The Macho Man Gospel

15 Jul

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A recent Christian film, Courageous depicts a handful of middle-aged men who through a series of trying life circumstances bind to together in a resolution to become godly men. Each of them undergoes a transformation throughout the movie from a more timid, passive, reactionary role in their work and families towards a more proactive, responsible, and loving role. The climax of the movie happens when these men draft a covenant vowing to take responsibility for themselves and their families in a bold counter-cultural move toward a “biblical picture” of manhood. At the end of the movie, the main character is seen standing in front of a large church reading the covenant out loud with trembling courage and resolve. Here are a few lines from The Resolution for Men

I WILL love God with all of my heart, all of my mind, and all of my strength and pray that by my example my family will be taught to do the same.

I WILL lead my family not into serving or loving the world, but to cast their eyes upon the Lord and serve Him only.

I WILL demonstrate to my family what it means to be a man of God and ask their support each day in my endeavor.

I WILL enter into this covenant today and begin my life as a courageous man who will lead his family joyfully every day.

The movie itself could have been worse to be honest. In a long line to kitschy Christian films, this one is perhaps the most tastefully done. Though cheesy one-liners and cultural christianisms abound (along with an unconvincing attempt at cultural exposés with token black and Latino characters) I’ll admit there were some hair-raising moments of inspiration. I’ll also say it seems to have lit a fire in the bellies of conservative Christian men everywhere. There is now a revival of sorts within the “Baptist bent” of Evangelicalism: a renewal of male leadership and initiative passionately seeking to reclaim biblical masculinity from a culture which opposes true manhood, offering jockish passivity as a cheap alternative.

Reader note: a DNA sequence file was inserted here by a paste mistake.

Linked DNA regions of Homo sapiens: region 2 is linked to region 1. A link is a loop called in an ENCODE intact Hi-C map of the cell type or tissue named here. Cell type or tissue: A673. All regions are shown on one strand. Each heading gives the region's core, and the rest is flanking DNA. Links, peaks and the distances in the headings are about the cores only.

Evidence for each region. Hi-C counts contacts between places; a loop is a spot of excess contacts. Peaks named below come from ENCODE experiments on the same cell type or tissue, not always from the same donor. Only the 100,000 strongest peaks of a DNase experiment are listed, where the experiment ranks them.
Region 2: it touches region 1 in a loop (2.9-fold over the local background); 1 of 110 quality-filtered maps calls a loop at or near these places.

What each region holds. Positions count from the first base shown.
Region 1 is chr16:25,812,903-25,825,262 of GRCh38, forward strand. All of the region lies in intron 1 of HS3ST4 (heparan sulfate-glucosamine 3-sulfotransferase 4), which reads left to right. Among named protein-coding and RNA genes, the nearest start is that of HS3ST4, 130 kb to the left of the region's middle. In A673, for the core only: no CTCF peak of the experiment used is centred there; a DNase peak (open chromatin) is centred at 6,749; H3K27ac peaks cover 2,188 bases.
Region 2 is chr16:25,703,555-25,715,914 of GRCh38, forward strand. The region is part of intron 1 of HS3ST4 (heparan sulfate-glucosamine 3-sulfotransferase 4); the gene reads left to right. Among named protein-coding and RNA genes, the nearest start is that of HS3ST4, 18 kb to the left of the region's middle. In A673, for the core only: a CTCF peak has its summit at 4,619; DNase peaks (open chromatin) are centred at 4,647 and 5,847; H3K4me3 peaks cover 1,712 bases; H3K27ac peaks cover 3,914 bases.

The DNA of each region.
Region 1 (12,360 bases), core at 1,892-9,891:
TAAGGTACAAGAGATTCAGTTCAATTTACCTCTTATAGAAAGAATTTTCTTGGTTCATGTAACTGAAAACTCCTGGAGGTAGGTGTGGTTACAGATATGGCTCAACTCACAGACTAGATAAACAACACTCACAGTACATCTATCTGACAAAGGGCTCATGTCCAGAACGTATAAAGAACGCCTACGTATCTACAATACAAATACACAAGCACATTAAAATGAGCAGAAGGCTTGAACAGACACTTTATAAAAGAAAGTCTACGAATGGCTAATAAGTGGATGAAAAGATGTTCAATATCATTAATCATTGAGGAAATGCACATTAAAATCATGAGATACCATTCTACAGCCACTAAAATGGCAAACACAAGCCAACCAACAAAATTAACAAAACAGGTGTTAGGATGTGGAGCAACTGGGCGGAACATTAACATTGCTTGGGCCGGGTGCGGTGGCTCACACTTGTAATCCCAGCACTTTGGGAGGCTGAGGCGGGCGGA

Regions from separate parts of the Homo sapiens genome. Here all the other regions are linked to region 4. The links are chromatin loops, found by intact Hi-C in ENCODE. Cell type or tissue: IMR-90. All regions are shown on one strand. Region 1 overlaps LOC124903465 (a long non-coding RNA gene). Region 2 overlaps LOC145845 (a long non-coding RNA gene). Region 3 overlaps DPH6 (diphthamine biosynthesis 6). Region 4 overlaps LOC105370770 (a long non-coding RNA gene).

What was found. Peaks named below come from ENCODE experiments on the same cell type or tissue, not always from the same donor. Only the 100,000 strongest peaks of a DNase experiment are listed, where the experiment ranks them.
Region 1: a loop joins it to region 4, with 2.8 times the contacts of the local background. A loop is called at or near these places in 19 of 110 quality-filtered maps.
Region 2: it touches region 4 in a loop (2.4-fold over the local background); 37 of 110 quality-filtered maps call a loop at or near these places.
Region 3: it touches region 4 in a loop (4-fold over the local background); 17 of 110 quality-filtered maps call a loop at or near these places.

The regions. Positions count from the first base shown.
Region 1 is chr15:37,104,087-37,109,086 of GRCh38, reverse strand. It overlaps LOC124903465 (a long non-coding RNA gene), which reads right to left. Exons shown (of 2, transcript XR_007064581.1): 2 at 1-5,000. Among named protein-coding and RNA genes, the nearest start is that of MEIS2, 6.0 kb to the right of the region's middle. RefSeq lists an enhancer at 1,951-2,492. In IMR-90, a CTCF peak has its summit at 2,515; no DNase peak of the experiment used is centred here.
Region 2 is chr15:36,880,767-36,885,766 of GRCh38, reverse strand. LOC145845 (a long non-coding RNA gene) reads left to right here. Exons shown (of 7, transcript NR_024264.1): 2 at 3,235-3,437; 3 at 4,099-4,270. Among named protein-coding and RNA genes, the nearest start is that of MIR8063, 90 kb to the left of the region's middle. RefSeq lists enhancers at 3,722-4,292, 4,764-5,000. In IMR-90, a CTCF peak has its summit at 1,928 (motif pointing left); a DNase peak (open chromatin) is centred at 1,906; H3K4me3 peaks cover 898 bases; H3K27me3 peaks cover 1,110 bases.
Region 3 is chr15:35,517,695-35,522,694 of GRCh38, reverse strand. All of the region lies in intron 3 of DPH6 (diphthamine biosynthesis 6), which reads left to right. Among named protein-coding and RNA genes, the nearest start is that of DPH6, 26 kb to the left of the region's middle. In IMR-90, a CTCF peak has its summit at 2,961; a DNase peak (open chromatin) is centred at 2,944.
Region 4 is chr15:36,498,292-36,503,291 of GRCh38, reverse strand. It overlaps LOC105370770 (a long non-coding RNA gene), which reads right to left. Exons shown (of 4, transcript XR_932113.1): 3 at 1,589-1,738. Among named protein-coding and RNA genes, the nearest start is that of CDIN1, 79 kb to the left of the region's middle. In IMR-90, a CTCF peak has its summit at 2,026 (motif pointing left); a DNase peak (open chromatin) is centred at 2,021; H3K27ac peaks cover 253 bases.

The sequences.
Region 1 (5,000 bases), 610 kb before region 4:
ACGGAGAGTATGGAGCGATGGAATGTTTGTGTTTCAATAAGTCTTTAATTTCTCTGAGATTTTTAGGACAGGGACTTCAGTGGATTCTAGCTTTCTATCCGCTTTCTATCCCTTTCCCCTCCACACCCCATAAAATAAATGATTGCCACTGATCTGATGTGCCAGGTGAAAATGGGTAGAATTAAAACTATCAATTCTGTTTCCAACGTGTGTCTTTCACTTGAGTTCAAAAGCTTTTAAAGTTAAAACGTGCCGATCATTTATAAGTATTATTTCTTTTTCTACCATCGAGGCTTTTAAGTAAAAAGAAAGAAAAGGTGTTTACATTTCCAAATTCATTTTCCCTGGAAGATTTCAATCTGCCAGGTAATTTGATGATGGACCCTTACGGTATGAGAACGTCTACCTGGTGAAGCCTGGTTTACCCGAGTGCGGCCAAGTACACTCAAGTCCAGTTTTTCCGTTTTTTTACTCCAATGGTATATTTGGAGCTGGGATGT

Maybe that explains why for every teaching I’ve heard on Jesus since coming to Georgia, I think I’ve heard at least as many lessons on gender. Sermons and bible studies on male leadership within the household have flooded the church. I don’t think I’m out of my depth to say there’s an obsession with gender, with reestablishing the differences between men and women, with cultivating men who will assume a benevolent authority over their wives and children, leading them with gentle firmness to love and fear God.

At its heart I could almost love the 1-page Resolution. Almost. After all, who wouldn’t want men to reject passivity, take responsibility, and love their families? But I’m witnessing the fallout on the ground level and it’s causing me some concern. Let me lay it out. Then I’ll take a stab at some proactive solutions…

Men hear strength with invulnerability. That’s not what the covenant states. It’s what guys hear. Maybe that’s because in our culture, strength and vulnerability are polar opposites on a continuum… be brave or be weak, tremble or be tough. In fact, we know the greatest acts of courage ARE acts of vulnerability. But I don’t sense this is emphasized very well. So there’s a subtle pressure: if things get tough, be strong for your family. If you’re scared, or exhausted, or depressed, muscle through for your family. Walk it out, take control, don’t just roll over. God wants you to be strong, not needy or whiny.